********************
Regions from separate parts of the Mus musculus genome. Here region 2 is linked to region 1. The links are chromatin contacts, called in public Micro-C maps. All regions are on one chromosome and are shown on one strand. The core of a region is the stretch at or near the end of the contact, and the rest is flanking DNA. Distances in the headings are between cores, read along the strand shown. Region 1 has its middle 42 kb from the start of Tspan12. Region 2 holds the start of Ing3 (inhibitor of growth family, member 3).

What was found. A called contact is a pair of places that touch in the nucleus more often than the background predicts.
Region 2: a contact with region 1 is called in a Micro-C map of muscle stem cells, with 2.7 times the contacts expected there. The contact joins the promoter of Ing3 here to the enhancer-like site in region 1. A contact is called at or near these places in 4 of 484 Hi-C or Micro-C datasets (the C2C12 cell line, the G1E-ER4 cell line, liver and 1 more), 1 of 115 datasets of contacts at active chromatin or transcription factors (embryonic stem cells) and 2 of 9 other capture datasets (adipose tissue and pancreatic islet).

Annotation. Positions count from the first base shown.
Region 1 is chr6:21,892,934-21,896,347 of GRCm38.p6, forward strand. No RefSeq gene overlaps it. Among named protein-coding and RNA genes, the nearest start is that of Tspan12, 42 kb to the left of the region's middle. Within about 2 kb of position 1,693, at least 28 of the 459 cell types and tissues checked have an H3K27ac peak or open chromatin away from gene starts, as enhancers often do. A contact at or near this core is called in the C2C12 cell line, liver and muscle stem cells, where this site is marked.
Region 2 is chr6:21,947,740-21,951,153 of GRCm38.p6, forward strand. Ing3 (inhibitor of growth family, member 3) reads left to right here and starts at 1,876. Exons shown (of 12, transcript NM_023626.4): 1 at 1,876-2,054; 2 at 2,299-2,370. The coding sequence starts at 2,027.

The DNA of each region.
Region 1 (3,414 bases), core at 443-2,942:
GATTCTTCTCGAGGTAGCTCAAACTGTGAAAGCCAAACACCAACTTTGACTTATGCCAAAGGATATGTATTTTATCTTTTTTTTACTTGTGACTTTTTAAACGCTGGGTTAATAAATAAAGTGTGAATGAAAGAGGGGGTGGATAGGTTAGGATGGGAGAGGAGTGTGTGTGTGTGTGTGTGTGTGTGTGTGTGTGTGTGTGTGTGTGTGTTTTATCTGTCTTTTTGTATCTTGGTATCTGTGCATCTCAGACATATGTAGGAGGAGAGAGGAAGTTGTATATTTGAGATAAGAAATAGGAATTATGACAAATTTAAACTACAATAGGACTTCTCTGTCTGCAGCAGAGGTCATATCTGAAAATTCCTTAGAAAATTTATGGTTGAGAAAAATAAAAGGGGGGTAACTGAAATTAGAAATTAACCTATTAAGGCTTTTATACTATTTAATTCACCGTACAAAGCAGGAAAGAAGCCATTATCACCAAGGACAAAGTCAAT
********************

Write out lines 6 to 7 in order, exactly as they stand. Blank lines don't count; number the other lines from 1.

Region 2 is chr6:21,947,740-21,951,153 of GRCm38.p6, forward strand. Ing3 (inhibitor of growth family, member 3) reads left to right here and starts at 1,876. Exons shown (of 12, transcript NM_023626.4): 1 at 1,876-2,054; 2 at 2,299-2,370. The coding sequence starts at 2,027.

The DNA of each region.